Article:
What I Saw Last Week

All measures of Inflation, as measured by the Consumer Price Index, matched my forecast with the overall rate rising by 0.1% and the core rate rising by 0.2%.


A 0.3% increase in the shelter index drove the all items increase, which was mitigated by a 1.0% decline in the energy index and the food index being unchanged for the month.

Core CPI was also pushed up by the shelter index, as well as increases in the indexes for medical care, used cars and trucks, tobacco, education, motor vehicle insurance, and personal care.

On a year-over-year basis, the all items index rose 2.0%, versus 2.2% for the 12 months ending September. Core CPI increased 1.8%, breaking a five-month string in which core CPI was up 1.7% year-over-year.

The takeaway from the report is that inflation pressures are still not acute, yet they are likely not weak enough to persuade the Federal Reserve from raising the fed funds rate again at its December meeting.

U.S. Retail Sales in October rose by 0.2% (I had forecast 0.1%) and the core rate (ex-autos) also rose by 0.1% – I had forecast 0.2%.

Retail Sales

There was continued strength in discretionary spending areas; furniture and home furnishing stores (+0.7%), electronics and appliance stores (+0.8%), clothing and accessories (+0.8%), sporting goods, hobby, and music stores (+1.5%), and food services and drinking places (+0.8%).

The takeaway from the report is that it isn’t as soft as it appears at first blush, as there was an unwinding of some of the hurricane-related sales strength that led to the remarkably strong sales activity in September.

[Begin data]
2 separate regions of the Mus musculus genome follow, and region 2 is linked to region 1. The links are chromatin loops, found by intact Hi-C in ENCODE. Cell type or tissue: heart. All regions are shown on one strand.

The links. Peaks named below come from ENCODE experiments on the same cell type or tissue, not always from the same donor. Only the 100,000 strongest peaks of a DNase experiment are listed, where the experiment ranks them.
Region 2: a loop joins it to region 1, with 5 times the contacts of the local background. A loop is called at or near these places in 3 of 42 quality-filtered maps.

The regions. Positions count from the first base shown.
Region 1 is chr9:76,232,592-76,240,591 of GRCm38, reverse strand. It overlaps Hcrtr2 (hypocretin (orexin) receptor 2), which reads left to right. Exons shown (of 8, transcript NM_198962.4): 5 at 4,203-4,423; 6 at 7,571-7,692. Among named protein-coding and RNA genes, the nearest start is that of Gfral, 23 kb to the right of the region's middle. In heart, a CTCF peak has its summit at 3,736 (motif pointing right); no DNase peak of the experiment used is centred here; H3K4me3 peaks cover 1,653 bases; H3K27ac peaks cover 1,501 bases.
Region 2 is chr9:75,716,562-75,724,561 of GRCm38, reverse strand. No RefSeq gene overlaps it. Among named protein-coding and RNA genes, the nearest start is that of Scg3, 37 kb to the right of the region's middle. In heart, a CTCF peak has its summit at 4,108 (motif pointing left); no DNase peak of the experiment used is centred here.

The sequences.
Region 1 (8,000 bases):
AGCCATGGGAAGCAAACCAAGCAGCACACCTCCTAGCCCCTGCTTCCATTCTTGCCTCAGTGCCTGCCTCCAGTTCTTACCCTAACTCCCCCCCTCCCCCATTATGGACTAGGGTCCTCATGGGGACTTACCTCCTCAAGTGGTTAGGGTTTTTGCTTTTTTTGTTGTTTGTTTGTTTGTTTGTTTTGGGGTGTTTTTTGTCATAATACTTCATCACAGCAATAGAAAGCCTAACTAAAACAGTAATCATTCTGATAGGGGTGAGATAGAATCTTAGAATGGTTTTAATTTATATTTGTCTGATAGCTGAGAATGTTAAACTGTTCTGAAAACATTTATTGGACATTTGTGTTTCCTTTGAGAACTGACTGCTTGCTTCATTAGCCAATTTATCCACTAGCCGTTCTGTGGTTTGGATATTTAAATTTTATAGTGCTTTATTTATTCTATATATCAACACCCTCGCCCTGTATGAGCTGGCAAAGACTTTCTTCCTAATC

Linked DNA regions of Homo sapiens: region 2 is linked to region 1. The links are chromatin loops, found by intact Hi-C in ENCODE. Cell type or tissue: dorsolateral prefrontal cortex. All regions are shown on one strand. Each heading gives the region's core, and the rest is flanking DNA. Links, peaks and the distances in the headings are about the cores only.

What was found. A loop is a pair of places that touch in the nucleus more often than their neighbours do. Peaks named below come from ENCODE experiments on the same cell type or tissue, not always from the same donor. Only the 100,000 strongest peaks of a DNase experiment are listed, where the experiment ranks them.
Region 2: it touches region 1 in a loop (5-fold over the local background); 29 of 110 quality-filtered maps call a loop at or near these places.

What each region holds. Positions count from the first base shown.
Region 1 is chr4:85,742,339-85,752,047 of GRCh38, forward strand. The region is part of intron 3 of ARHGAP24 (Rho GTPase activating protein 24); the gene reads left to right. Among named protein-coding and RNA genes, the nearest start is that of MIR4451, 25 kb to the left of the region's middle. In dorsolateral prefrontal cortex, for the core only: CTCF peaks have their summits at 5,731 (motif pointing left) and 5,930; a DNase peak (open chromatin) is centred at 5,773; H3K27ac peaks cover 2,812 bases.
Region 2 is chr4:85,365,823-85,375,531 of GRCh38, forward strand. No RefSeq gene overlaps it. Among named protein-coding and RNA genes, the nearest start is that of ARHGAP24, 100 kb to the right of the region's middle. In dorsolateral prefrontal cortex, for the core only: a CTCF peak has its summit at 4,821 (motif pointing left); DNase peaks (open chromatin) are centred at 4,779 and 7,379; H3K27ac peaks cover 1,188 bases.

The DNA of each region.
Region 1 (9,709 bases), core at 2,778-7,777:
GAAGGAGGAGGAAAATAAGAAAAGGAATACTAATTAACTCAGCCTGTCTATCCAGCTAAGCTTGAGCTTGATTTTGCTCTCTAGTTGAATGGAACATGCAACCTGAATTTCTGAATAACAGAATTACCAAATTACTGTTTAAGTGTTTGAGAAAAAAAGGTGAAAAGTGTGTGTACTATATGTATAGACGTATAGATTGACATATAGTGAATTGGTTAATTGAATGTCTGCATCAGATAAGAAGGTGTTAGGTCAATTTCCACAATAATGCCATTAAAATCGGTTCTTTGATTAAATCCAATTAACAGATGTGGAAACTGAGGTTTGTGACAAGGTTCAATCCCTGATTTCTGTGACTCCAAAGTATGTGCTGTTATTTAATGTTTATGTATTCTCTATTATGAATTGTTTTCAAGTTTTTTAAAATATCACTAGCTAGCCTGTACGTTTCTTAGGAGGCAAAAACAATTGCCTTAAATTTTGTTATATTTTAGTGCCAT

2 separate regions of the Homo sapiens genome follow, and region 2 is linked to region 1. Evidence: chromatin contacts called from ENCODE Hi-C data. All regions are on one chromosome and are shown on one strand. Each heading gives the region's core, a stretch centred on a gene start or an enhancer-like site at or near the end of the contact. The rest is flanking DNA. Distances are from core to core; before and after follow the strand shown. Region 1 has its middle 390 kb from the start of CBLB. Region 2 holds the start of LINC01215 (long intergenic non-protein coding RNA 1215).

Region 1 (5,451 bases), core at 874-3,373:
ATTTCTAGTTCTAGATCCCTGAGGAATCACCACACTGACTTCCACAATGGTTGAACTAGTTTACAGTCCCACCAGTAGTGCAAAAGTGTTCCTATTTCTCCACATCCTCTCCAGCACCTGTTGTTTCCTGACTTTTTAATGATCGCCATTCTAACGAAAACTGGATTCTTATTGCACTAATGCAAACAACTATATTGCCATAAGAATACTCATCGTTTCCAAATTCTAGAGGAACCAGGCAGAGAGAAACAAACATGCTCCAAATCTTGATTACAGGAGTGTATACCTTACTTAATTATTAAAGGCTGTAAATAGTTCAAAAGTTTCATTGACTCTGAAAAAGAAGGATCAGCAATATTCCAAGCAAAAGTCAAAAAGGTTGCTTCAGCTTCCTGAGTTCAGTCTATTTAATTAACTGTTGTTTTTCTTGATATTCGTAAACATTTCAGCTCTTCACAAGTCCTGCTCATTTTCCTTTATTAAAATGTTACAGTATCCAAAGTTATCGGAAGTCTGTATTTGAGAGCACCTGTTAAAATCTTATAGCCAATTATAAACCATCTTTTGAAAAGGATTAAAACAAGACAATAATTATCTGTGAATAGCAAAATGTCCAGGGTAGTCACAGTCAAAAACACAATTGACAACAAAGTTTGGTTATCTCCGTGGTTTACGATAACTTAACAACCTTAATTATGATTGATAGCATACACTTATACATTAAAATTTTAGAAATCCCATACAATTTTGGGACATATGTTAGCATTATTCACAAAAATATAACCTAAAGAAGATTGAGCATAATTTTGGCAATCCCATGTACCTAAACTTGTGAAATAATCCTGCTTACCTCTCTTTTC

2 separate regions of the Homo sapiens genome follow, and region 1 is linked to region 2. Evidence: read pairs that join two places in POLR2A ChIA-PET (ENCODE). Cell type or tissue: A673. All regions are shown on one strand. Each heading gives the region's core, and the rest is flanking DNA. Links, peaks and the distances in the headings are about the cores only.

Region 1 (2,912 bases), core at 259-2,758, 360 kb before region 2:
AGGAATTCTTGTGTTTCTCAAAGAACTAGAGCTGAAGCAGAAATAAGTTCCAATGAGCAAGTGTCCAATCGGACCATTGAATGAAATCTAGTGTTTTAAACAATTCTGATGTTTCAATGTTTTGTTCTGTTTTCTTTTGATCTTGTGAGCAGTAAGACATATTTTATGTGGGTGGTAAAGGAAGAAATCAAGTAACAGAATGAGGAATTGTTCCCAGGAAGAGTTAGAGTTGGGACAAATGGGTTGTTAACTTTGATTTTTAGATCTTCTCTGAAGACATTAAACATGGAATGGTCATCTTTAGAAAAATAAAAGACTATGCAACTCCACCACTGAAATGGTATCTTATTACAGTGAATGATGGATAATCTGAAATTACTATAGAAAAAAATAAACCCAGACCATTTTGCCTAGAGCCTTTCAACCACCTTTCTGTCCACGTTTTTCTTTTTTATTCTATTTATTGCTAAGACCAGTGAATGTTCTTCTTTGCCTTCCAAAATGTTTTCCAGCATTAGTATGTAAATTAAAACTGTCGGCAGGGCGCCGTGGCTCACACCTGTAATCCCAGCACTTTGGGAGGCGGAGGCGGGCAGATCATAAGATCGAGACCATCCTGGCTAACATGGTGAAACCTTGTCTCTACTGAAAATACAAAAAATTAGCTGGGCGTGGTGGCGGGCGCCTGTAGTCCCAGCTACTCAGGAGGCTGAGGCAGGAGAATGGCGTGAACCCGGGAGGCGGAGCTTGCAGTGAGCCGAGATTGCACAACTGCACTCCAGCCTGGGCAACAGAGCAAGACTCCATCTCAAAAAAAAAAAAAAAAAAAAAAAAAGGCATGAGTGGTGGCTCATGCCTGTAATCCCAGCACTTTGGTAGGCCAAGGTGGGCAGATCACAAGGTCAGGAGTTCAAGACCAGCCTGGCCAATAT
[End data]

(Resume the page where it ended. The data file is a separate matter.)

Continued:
The NAHB Housing Market Index showed builder confidence rising to an 8-month high; however, builders continue to face supply-side constraints such as lot and labor shortages and ongoing building material price increases.


Nonetheless, demand for single-family housing is increasing at a consistent pace, driven by job and economic growth, rising homeownership rates and limited housing inventory. With these economic fundamentals in place, we should see continued upward movement of the single-family housing market as we close out 2017.

Two out of the three HMI components registered gains in November. The component gauging current sales conditions rose two points to 77 and the index measuring buyer traffic increased two points to 50. Meanwhile, the index charting sales expectations in the next six months dropped a single point to 77.

U.S. Building Permits rose by 5.9% in October to a seasonally adjusted annual rate of 1.297M – I had forecast a rise to 1.243M units.


Single family permits rose by 1.9% while multifamily permits were up by a substantial 13.9%.

Single-family permits, a reasonable indicator of future construction conditions, are running 10% higher on a year-to-date basis. Part of the gain for single-family construction in October was a rebound in Florida and Texas after project delays in September.

U.S. Housing Starts surged 13.7% month-over-month in October to a seasonally adjusted annual rate of 1.29M units – I had forecast an increase to 1.198M units.


Single-family starts increased for the month, rising to an 877,000 seasonally adjusted rate in October. This monthly annualized rate matches the post-recession high pace set in February of this year. However, the three month-moving average for single-family starts is at a post-recession high (860,000). Single-family starts are up more than 8% year-to-date compared to 2016 as limited existing inventory and solid builder confidence make for positive market conditions.

What to Watch for This Week

U.S. Existing Home Sales were up by 0.7% month-over-month in September to a seasonally adjusted annual rate of 5.39M units. I expect to see the October number be somewhat more robust with sales up to an annual rate of 5.42M units.

The final number for Consumer Sentiment in November will essentially remain at the early month figure of 97.8. My call is for it to rise by one tenth to 97.9.